1 posts tagged "Coco Brandollini d’Adda"
The designer fragrance boom, is, well, booming. This Fall will see the release of new olfactory offerings from the likes of Marc Jacobs, Balenciaga, Fendi, Prada, and Bottega Veneta, which debuted its premiere scent last night at a cocktail party on the Upper East Side. “It’s based on the idea of leather, not the smell of leather,” Vice President of Marketing for Bottega Veneta Fragrances, Coty Prestige Thomas Lalague said of the floral chypre eau that features classically masculine notes like oak moss, benzoin, and Indian patchouli softened by more feminine hints of jasmine sambac and plum. “The trail is very feminine but I think it will appeal to men and women,” Lalague said, pointing out that its future success will be due to the committed involvement of the house’s creative director, Tomas Maier. “It was about an inspiration more than anything,” Maier said of his vision—an inspiration that stemmed specifically from the idea of a house in the Venetian countryside, with dark wood floors, leather bound books, and a warm breeze circulating the scent of wildflowers, cut grass, and hay. Maier, in turn, was eager to share credit with his perfuming partner, Robertet’s Michel Almairac. “A nose is something magic.”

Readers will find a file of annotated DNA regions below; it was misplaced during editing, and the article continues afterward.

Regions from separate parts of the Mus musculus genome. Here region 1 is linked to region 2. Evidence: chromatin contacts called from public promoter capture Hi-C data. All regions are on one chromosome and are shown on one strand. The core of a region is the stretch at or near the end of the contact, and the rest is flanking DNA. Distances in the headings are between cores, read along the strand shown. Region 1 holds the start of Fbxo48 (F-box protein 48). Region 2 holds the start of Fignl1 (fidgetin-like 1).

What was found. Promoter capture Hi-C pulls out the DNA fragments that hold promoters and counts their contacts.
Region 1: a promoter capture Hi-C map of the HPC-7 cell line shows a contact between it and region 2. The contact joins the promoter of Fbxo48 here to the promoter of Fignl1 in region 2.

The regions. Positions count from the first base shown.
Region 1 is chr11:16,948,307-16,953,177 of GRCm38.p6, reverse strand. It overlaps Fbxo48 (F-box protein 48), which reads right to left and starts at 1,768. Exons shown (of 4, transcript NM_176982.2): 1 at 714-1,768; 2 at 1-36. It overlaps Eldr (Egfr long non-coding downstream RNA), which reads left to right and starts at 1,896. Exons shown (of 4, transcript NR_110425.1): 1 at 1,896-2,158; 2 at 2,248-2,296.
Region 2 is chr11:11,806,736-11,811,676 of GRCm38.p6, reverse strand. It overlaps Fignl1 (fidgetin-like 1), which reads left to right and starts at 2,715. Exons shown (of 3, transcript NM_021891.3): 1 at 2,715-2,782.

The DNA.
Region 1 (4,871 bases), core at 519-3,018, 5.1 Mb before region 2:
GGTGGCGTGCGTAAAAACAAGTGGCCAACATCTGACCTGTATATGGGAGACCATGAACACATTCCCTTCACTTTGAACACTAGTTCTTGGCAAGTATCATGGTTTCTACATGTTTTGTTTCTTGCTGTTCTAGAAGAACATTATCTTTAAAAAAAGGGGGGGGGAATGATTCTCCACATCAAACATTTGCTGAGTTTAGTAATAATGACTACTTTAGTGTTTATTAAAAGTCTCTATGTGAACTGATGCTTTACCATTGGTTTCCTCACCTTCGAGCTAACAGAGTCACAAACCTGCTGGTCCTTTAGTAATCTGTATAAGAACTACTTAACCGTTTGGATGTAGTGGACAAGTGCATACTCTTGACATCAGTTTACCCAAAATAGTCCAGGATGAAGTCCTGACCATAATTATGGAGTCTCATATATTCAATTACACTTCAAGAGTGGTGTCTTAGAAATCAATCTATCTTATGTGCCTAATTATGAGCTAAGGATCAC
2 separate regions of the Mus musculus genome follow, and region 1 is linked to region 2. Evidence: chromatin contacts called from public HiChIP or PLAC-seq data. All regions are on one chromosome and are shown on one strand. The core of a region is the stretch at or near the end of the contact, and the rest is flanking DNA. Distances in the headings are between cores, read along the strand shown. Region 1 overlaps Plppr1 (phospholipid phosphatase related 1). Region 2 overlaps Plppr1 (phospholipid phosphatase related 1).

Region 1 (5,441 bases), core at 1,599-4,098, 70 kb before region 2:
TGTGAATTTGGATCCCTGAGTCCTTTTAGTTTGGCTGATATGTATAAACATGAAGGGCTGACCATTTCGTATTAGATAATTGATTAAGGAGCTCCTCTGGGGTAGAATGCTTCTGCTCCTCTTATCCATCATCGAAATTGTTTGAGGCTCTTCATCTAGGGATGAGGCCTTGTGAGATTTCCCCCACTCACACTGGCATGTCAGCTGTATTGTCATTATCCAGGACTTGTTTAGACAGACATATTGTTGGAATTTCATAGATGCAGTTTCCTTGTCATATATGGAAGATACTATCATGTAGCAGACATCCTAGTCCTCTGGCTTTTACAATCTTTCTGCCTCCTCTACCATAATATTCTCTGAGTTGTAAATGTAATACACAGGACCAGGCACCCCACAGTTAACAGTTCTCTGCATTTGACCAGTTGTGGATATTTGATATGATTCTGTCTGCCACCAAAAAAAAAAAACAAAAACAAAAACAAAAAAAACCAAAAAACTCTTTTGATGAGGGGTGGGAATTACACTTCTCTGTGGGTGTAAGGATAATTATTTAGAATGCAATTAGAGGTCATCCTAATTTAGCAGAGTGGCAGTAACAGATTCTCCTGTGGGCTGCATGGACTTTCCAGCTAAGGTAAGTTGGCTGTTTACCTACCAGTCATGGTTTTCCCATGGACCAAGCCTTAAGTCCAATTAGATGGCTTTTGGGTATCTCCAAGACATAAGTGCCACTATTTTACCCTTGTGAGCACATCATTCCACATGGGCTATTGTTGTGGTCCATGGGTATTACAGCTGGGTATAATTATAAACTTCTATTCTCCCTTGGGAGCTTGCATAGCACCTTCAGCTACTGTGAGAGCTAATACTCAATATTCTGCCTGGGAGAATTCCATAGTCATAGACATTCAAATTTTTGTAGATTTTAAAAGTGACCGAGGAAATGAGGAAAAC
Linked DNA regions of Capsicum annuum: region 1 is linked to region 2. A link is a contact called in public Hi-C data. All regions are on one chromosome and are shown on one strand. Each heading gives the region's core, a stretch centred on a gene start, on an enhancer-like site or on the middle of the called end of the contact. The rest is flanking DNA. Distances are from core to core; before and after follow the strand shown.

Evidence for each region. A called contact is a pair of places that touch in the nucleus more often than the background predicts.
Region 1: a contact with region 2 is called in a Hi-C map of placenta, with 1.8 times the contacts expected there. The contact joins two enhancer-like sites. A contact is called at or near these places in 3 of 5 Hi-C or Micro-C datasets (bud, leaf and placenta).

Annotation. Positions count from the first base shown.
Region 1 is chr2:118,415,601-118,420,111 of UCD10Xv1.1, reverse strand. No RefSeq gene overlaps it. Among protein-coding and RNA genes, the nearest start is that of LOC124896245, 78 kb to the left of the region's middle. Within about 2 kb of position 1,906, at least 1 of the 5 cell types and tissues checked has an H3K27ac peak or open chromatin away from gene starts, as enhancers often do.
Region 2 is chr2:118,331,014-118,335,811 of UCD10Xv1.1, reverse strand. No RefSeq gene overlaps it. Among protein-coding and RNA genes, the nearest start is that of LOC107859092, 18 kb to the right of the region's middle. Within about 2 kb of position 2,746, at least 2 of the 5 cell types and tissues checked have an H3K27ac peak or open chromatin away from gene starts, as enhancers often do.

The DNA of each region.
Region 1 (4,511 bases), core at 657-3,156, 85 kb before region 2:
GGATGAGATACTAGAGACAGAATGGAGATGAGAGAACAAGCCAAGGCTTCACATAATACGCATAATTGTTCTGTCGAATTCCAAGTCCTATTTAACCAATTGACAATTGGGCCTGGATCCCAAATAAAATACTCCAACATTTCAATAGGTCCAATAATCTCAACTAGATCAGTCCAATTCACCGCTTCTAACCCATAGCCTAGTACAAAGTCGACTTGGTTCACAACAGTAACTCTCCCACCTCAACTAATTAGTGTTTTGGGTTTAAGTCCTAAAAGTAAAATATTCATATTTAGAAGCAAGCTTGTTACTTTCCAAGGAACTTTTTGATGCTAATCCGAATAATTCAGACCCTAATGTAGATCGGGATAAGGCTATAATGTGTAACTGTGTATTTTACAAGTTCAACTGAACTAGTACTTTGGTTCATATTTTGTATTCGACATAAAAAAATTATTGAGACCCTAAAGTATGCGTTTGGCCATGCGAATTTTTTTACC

When asked why the brand had decided to branch out into fragrance now, the designer replied that it was “the right time for the company. If there’s no image of a woman, there’s no need for a fragrance.” Having spent the last ten years building this image of “a woman who knows what she wants, is very confident and not about trends,” it seems that the need for a scent is now very real: BV fans like Jen Brill, Giovanna Battaglia, and Coco Brandolini all turned up to toast Maier. “Usually perfumes from big brands feel heavy. But this is the first one that’s not heavy, and that’s so important. And the bottle!” effused Brandolini of the rounded flacon with the house’s signature intrecciato woven leather pattern carved out on the bottom. “I never buy a fragrance if the bottle is bad and I love to have [this one] on my dresser.”